Traditionally, regulatory goals included ensuring electric system reliability, promoting resource adequacy, and delivering lower energy bills for ratepayers. Now, utility regulatory commissions and energy planning bodies need to work with environmental regulators and utilities to achieve affordable environmental compliance and meet these traditional goals at the same time.
By engaging with utilities and environmental regulators on these topics, utility commissions will be better able to evaluate a wider array of potential compliance options, and to strike their preferred balance of cost and other policy goals, including the most affordable compliance scenarios associated with various Environmental Protection Agency (EPA) public health and environmental regulations.
In this webinar, Ken Colburn and David Farnsworth from the Regulatory Assistance Project explore how public health and environmental considerations will need to increasingly factor into energy policy decisions, and vice versa. They describe the inherent flexibilities (and thus a degree of choice) in new and pending public health and environmental regulations, including federal water, solid waste, and air regulations that will affect the energy sector:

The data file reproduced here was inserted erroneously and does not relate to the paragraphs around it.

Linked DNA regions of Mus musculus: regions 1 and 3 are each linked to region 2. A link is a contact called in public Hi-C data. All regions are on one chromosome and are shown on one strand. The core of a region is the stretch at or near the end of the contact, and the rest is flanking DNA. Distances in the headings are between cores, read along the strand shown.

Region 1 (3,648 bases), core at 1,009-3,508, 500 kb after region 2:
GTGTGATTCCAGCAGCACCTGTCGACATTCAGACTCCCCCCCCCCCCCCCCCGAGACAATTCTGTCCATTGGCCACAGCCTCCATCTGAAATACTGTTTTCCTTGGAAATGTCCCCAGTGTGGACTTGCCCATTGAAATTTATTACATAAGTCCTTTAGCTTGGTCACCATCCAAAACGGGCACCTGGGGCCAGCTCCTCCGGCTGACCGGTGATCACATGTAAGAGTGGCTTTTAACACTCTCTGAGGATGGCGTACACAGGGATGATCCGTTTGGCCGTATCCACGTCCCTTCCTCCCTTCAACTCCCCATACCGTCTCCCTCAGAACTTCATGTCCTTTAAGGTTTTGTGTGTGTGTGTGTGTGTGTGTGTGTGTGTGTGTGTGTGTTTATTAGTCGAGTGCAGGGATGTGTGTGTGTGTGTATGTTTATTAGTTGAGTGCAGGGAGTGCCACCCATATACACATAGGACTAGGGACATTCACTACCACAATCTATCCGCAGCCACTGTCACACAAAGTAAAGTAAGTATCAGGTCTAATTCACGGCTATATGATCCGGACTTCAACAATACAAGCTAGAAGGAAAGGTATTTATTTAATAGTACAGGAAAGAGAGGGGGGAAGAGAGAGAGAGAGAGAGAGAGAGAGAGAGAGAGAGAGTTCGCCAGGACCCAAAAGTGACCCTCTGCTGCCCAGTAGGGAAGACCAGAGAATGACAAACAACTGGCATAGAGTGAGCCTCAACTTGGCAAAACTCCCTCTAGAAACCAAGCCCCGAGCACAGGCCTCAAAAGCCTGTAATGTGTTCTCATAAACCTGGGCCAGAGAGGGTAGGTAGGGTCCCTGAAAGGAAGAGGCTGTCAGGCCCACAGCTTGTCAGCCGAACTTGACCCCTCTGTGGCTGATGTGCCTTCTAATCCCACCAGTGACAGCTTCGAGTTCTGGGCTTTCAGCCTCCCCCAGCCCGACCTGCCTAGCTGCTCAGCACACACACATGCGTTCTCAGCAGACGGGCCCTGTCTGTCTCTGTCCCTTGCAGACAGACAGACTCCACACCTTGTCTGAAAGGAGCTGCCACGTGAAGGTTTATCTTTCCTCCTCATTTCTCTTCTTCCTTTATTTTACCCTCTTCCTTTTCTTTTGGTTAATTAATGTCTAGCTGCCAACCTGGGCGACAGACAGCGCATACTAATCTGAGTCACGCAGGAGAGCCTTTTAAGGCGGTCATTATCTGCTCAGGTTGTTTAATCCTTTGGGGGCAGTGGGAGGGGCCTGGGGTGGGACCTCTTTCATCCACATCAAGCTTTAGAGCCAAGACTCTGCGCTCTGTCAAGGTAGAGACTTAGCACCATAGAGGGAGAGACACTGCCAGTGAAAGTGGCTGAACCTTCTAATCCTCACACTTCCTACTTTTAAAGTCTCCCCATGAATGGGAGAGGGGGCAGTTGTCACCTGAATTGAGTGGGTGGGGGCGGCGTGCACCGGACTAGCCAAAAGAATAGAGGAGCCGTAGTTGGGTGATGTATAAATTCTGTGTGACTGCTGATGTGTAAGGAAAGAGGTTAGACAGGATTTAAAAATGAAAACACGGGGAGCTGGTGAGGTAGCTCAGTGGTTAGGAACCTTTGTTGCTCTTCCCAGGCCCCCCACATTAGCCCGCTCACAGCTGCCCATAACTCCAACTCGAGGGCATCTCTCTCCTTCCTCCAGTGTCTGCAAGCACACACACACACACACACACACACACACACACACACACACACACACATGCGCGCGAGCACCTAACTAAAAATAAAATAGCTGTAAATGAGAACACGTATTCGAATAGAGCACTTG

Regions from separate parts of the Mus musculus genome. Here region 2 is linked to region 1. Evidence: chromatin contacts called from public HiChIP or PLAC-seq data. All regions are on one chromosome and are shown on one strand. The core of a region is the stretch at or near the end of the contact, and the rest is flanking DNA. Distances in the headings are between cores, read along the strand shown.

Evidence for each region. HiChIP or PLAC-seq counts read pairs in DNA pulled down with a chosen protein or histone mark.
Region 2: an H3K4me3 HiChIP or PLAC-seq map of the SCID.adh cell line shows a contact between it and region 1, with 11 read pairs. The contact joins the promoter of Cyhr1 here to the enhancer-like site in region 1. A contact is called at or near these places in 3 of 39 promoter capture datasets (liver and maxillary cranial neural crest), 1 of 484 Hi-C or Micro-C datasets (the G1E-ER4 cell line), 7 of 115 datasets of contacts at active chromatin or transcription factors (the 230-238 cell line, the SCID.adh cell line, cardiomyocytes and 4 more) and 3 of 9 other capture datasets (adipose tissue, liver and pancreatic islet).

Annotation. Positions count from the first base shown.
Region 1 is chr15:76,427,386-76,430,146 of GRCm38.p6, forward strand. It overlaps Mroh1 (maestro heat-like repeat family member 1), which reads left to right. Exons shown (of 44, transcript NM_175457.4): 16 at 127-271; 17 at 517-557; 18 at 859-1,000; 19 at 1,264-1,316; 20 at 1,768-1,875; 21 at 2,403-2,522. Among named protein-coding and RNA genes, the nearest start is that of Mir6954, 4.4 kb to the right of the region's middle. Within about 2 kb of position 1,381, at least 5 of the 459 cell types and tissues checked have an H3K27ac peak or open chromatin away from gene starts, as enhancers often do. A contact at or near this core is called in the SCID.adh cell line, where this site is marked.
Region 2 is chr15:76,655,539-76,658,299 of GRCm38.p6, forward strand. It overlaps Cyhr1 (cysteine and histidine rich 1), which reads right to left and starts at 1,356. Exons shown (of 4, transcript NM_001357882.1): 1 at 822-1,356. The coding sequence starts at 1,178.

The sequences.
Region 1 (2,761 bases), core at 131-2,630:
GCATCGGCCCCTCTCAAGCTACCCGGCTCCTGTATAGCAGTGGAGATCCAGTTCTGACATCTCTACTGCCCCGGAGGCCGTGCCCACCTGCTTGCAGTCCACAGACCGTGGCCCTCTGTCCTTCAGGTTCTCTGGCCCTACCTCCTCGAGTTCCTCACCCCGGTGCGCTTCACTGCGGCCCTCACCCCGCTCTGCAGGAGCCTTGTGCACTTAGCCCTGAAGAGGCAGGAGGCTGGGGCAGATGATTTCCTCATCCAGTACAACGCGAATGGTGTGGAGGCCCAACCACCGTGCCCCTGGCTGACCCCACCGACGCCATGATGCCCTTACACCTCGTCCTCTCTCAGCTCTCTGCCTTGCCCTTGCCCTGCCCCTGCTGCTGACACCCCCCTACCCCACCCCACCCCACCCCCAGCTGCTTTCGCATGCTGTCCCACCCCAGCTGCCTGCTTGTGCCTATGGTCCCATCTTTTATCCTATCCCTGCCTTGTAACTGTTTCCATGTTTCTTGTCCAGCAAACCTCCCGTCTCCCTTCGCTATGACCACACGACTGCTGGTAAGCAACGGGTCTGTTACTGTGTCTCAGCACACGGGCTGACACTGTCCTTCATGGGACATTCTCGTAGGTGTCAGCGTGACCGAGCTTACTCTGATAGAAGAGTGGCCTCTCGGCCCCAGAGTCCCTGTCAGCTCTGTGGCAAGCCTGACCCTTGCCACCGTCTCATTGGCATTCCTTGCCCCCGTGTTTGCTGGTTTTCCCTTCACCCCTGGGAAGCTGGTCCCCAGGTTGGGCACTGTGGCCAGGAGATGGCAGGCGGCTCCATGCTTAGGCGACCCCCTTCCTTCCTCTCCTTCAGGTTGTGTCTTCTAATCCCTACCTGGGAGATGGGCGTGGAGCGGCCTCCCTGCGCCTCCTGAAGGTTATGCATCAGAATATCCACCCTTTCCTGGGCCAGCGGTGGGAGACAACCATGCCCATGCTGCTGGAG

Clean Water Act
- Cooling Water Intake Structures at Existing Facilities – CWA Section 316(b)
- Effluent Limitations Guidelines and Standards
Resource Conservation and Recovery Act
- Coal Combustion Residuals
Clean Air Act
- National Ambient Air Quality Standards (NAAQS) Particulates
- The Cross-State Air Pollution Rule Schedule (CSAPR)
- Mercury/Air Toxics Rule (MATS)
- New Source Performance Standards for new and existing sources of CO2.
Special attention is given to New Source Performance Standards for CO2.
Mr. Colburn and Mr. Farnsworth preview the forthcoming RAP paper Further Preparing for EPA Regulations, which will be available in mid-November. Its predecessor, Preparing for EPA Regulations provides initial steps for developing an in-depth understanding of EPA rules and regulations. Further Preparing for EPA Regulations will examine the general structures of new and pending water, solid waste, and air regulations — with a focus on compliance flexibility.